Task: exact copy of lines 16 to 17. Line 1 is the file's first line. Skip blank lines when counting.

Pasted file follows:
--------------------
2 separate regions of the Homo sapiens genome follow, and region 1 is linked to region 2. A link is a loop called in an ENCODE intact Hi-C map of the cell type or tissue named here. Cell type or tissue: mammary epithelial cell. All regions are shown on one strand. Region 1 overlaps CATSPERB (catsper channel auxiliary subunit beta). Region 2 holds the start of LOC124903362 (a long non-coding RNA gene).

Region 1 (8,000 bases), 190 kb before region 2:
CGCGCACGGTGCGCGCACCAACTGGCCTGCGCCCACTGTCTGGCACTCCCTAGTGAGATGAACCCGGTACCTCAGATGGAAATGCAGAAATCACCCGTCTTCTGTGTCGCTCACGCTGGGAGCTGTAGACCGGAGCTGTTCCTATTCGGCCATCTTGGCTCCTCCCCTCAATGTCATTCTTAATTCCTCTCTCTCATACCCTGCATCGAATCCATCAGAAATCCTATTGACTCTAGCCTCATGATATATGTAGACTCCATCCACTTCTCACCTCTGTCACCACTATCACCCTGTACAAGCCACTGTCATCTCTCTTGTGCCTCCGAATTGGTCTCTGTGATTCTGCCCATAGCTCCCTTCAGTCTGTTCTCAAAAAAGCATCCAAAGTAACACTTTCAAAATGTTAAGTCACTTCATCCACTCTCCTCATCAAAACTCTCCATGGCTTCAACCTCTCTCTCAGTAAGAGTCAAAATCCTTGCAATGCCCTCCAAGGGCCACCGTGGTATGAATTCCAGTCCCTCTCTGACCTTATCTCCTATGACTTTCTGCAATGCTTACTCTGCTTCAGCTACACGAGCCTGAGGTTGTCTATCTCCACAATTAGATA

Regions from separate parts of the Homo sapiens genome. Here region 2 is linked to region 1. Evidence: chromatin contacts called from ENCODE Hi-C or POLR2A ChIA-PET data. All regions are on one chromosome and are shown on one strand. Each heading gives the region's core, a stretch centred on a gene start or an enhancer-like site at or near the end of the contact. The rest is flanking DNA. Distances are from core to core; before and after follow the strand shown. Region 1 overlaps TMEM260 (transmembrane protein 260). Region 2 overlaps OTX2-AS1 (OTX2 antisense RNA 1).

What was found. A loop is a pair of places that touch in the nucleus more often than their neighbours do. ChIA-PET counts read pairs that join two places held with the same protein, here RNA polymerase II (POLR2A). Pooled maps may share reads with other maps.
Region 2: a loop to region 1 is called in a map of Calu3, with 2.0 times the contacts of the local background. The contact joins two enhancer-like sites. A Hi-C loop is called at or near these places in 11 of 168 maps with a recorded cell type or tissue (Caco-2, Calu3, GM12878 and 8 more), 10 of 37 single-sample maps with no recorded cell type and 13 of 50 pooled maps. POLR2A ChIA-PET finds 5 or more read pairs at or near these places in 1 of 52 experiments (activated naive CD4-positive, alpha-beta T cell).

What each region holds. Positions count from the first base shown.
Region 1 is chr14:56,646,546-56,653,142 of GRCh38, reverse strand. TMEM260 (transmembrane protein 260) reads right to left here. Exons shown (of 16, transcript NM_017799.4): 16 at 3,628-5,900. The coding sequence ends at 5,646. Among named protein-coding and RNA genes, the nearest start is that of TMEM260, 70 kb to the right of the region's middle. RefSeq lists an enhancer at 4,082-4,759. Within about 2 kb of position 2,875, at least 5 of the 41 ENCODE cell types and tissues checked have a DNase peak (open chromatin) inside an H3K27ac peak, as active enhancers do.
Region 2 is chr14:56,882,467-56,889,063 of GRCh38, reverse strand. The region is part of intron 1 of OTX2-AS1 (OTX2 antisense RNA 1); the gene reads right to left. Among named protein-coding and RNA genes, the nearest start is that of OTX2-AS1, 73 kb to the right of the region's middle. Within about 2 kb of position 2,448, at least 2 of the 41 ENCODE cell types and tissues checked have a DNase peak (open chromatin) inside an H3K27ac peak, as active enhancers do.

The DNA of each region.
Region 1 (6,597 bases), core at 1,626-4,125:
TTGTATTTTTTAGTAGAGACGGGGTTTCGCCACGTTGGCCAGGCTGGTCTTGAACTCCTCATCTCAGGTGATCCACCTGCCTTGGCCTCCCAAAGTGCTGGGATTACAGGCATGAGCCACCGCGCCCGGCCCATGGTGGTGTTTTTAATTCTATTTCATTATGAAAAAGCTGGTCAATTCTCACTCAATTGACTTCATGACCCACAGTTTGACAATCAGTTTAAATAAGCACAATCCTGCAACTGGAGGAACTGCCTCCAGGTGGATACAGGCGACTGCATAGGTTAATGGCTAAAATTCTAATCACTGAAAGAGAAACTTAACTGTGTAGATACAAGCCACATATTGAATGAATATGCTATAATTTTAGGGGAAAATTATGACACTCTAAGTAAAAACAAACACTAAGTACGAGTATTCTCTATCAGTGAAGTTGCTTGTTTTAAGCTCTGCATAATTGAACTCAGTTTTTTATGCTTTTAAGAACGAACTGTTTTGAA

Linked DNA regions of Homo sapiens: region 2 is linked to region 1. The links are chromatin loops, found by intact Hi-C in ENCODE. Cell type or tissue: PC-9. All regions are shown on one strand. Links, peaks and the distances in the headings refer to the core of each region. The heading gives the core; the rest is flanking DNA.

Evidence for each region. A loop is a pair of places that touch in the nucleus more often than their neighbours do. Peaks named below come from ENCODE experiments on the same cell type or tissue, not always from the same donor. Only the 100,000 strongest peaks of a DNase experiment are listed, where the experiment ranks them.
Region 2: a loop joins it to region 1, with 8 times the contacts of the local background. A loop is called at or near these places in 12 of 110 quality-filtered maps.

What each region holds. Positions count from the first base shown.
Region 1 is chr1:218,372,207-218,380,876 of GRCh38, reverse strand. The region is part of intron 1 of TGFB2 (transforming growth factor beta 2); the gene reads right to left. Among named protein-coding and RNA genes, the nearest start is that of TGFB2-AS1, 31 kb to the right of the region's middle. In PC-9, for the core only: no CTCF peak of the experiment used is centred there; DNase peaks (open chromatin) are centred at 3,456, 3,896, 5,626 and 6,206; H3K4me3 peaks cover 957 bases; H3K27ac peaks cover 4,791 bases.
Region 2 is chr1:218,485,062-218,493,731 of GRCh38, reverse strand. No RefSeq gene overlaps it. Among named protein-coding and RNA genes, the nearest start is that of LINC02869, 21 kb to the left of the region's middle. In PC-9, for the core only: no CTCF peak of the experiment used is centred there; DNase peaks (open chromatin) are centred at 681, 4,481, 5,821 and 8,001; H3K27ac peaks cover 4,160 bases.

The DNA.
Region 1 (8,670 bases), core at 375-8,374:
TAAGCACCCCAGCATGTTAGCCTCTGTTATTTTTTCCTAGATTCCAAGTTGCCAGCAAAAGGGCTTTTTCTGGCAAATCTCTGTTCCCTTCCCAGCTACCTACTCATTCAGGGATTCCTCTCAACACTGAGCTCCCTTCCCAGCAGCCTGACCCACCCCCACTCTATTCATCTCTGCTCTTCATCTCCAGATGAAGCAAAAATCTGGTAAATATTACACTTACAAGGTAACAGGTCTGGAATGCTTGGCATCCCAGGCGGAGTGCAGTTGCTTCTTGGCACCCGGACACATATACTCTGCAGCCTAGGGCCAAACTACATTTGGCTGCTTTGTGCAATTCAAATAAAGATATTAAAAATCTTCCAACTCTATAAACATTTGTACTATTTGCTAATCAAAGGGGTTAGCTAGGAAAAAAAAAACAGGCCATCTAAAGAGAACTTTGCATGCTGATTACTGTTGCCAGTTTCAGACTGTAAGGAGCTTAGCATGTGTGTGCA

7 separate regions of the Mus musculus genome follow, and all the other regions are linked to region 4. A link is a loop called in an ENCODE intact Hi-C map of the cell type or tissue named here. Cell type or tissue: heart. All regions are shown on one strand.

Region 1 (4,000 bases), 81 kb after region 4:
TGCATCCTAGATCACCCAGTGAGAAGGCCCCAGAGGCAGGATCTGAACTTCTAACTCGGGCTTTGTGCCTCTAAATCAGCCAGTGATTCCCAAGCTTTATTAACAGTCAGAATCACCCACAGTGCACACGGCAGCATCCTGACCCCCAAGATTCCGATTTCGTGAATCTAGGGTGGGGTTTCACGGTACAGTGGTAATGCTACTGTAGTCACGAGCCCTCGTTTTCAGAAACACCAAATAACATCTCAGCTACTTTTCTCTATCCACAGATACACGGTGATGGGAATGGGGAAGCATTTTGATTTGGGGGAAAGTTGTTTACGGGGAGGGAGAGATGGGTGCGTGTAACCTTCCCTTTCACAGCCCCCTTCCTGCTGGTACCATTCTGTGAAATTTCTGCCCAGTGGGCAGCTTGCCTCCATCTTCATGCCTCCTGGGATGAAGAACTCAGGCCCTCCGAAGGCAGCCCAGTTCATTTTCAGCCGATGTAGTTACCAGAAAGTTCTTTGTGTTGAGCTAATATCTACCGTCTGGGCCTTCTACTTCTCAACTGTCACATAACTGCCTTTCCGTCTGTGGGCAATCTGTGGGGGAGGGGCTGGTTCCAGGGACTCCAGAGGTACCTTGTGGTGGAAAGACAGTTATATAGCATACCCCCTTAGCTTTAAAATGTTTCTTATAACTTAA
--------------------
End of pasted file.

What each region holds. Positions count from the first base shown.
Region 1 is chr1:218,372,207-218,380,876 of GRCh38, reverse strand. The region is part of intron 1 of TGFB2 (transforming growth factor beta 2); the gene reads right to left. Among named protein-coding and RNA genes, the nearest start is that of TGFB2-AS1, 31 kb to the right of the region's middle. In PC-9, for the core only: no CTCF peak of the experiment used is centred there; DNase peaks (open chromatin) are centred at 3,456, 3,896, 5,626 and 6,206; H3K4me3 peaks cover 957 bases; H3K27ac peaks cover 4,791 bases.